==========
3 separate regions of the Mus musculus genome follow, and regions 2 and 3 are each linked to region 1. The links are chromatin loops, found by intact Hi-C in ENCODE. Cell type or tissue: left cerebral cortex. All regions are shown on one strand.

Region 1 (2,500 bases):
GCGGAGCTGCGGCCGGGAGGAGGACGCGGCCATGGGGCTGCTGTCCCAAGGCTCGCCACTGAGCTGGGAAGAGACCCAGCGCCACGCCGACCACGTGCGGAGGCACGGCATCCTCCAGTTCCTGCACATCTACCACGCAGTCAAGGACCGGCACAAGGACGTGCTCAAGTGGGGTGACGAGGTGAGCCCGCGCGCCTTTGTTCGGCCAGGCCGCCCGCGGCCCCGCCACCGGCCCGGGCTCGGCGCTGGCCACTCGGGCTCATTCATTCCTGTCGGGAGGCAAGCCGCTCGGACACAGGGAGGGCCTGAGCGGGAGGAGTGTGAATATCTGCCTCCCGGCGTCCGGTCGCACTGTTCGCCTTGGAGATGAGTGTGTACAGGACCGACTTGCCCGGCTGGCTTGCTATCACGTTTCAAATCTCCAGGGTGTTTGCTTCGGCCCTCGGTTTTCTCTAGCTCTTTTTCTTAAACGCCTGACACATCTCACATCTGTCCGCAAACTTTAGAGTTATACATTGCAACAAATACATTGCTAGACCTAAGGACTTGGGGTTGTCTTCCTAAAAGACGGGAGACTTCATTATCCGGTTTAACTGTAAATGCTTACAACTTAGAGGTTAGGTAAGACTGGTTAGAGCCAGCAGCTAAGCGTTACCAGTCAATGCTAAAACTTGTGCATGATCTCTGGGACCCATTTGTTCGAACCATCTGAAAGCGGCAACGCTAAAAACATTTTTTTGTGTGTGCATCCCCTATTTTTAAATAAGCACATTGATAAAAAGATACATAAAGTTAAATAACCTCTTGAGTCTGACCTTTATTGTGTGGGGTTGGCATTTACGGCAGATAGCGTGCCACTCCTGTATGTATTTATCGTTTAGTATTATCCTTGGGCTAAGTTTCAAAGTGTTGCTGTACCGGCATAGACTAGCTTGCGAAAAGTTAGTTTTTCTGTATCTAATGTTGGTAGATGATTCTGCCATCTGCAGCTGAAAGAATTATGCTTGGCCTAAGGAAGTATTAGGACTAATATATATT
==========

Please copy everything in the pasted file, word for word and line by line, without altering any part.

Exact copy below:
3 separate regions of the Mus musculus genome follow, and regions 2 and 3 are each linked to region 1. The links are chromatin loops, found by intact Hi-C in ENCODE. Cell type or tissue: left cerebral cortex. All regions are shown on one strand.

Region 1 (2,500 bases):
GCGGAGCTGCGGCCGGGAGGAGGACGCGGCCATGGGGCTGCTGTCCCAAGGCTCGCCACTGAGCTGGGAAGAGACCCAGCGCCACGCCGACCACGTGCGGAGGCACGGCATCCTCCAGTTCCTGCACATCTACCACGCAGTCAAGGACCGGCACAAGGACGTGCTCAAGTGGGGTGACGAGGTGAGCCCGCGCGCCTTTGTTCGGCCAGGCCGCCCGCGGCCCCGCCACCGGCCCGGGCTCGGCGCTGGCCACTCGGGCTCATTCATTCCTGTCGGGAGGCAAGCCGCTCGGACACAGGGAGGGCCTGAGCGGGAGGAGTGTGAATATCTGCCTCCCGGCGTCCGGTCGCACTGTTCGCCTTGGAGATGAGTGTGTACAGGACCGACTTGCCCGGCTGGCTTGCTATCACGTTTCAAATCTCCAGGGTGTTTGCTTCGGCCCTCGGTTTTCTCTAGCTCTTTTTCTTAAACGCCTGACACATCTCACATCTGTCCGCAAACTTTAGAGTTATACATTGCAACAAATACATTGCTAGACCTAAGGACTTGGGGTTGTCTTCCTAAAAGACGGGAGACTTCATTATCCGGTTTAACTGTAAATGCTTACAACTTAGAGGTTAGGTAAGACTGGTTAGAGCCAGCAGCTAAGCGTTACCAGTCAATGCTAAAACTTGTGCATGATCTCTGGGACCCATTTGTTCGAACCATCTGAAAGCGGCAACGCTAAAAACATTTTTTTGTGTGTGCATCCCCTATTTTTAAATAAGCACATTGATAAAAAGATACATAAAGTTAAATAACCTCTTGAGTCTGACCTTTATTGTGTGGGGTTGGCATTTACGGCAGATAGCGTGCCACTCCTGTATGTATTTATCGTTTAGTATTATCCTTGGGCTAAGTTTCAAAGTGTTGCTGTACCGGCATAGACTAGCTTGCGAAAAGTTAGTTTTTCTGTATCTAATGTTGGTAGATGATTCTGCCATCTGCAGCTGAAAGAATTATGCTTGGCCTAAGGAAGTATTAGGACTAATATATATT